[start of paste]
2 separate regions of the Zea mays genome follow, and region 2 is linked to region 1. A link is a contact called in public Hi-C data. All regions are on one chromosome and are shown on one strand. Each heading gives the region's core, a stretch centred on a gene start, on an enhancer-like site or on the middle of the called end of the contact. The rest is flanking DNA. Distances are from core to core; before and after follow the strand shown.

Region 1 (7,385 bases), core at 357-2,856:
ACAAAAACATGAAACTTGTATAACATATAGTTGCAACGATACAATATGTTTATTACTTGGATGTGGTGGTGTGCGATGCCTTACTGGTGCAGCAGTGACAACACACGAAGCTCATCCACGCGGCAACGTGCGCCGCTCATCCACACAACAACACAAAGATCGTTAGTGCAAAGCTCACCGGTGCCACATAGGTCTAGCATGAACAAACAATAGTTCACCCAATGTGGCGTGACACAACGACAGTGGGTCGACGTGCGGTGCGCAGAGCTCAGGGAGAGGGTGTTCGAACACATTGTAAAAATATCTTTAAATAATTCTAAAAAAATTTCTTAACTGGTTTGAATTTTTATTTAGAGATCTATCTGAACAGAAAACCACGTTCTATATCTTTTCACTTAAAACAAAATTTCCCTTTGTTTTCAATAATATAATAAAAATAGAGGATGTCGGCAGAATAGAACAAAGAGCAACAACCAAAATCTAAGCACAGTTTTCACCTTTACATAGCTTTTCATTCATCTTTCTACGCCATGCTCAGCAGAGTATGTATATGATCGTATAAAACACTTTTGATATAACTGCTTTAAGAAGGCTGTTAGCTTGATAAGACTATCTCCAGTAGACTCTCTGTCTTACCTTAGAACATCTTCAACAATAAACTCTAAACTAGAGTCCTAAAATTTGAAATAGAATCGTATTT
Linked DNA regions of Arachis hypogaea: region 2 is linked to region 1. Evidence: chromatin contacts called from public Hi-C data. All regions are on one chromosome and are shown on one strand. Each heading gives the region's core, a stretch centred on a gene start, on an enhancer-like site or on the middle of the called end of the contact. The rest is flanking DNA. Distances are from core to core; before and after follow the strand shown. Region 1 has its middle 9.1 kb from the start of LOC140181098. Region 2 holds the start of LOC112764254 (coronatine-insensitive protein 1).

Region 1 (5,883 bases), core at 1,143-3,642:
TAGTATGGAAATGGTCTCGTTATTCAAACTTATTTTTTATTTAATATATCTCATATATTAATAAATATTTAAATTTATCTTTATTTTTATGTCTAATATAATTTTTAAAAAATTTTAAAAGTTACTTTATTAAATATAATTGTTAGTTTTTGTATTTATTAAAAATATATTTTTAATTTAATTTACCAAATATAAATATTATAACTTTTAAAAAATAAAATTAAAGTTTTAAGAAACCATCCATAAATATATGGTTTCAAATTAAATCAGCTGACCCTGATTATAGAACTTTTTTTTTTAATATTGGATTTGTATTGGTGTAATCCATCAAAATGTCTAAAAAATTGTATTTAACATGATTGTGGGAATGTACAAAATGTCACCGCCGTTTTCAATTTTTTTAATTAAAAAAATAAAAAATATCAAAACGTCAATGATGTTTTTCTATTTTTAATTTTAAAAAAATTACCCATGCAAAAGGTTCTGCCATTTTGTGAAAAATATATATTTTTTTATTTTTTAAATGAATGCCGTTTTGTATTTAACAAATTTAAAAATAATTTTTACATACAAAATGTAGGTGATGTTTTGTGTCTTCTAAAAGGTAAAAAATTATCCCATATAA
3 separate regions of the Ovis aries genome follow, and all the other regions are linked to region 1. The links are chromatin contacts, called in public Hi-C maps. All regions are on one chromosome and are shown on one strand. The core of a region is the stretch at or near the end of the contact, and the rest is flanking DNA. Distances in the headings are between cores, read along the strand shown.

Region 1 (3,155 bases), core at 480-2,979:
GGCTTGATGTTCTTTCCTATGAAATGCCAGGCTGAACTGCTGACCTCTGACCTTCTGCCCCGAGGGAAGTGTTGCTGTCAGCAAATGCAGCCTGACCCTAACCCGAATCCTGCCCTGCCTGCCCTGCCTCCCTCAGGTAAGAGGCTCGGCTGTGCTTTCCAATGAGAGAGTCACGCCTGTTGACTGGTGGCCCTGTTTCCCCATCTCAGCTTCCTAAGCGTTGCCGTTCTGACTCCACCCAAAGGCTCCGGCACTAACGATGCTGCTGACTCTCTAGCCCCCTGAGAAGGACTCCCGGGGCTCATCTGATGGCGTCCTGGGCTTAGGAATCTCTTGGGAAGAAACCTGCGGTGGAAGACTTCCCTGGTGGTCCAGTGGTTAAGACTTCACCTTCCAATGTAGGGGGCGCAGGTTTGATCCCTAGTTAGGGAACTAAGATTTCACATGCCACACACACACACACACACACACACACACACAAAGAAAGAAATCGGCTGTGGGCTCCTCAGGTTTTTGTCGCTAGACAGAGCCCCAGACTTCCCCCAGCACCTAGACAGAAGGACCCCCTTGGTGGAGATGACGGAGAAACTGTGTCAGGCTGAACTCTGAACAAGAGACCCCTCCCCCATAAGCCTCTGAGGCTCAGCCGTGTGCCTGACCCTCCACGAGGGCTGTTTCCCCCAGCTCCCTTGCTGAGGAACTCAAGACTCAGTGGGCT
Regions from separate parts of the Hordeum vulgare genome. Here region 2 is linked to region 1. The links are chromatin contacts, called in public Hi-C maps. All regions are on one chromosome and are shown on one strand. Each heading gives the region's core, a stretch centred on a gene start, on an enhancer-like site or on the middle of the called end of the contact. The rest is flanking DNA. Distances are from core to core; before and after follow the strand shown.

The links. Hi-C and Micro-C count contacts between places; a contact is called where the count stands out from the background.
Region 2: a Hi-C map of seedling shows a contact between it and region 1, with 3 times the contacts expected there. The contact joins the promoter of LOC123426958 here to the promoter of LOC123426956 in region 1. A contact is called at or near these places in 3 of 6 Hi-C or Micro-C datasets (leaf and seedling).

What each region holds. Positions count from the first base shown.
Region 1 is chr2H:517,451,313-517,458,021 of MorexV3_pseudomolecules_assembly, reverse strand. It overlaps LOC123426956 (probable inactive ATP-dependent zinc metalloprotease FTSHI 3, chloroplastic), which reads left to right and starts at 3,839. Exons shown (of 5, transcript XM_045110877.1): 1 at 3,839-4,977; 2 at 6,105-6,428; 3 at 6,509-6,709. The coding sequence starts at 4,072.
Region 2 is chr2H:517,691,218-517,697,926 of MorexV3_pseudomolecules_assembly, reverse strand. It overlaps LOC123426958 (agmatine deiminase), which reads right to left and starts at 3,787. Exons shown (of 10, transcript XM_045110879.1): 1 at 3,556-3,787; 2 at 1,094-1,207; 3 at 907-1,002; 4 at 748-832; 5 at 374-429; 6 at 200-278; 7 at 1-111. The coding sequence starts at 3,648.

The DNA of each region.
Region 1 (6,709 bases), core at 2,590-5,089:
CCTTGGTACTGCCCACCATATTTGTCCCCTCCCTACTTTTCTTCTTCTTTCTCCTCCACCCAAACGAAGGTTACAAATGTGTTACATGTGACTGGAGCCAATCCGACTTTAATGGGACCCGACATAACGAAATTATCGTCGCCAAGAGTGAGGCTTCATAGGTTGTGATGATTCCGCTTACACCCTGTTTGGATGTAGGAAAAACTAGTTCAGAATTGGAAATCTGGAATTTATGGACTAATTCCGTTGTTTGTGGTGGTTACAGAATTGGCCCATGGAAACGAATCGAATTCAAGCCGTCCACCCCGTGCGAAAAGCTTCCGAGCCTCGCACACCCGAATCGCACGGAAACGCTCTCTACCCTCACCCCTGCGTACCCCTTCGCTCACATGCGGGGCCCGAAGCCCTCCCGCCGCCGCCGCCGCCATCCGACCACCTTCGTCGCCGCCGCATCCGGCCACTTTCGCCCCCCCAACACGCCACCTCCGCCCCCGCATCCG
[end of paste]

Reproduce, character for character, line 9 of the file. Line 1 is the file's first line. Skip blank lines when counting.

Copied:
GGCTTGATGTTCTTTCCTATGAAATGCCAGGCTGAACTGCTGACCTCTGACCTTCTGCCCCGAGGGAAGTGTTGCTGTCAGCAAATGCAGCCTGACCCTAACCCGAATCCTGCCCTGCCTGCCCTGCCTCCCTCAGGTAAGAGGCTCGGCTGTGCTTTCCAATGAGAGAGTCACGCCTGTTGACTGGTGGCCCTGTTTCCCCATCTCAGCTTCCTAAGCGTTGCCGTTCTGACTCCACCCAAAGGCTCCGGCACTAACGATGCTGCTGACTCTCTAGCCCCCTGAGAAGGACTCCCGGGGCTCATCTGATGGCGTCCTGGGCTTAGGAATCTCTTGGGAAGAAACCTGCGGTGGAAGACTTCCCTGGTGGTCCAGTGGTTAAGACTTCACCTTCCAATGTAGGGGGCGCAGGTTTGATCCCTAGTTAGGGAACTAAGATTTCACATGCCACACACACACACACACACACACACACACACAAAGAAAGAAATCGGCTGTGGGCTCCTCAGGTTTTTGTCGCTAGACAGAGCCCCAGACTTCCCCCAGCACCTAGACAGAAGGACCCCCTTGGTGGAGATGACGGAGAAACTGTGTCAGGCTGAACTCTGAACAAGAGACCCCTCCCCCATAAGCCTCTGAGGCTCAGCCGTGTGCCTGACCCTCCACGAGGGCTGTTTCCCCCAGCTCCCTTGCTGAGGAACTCAAGACTCAGTGGGCT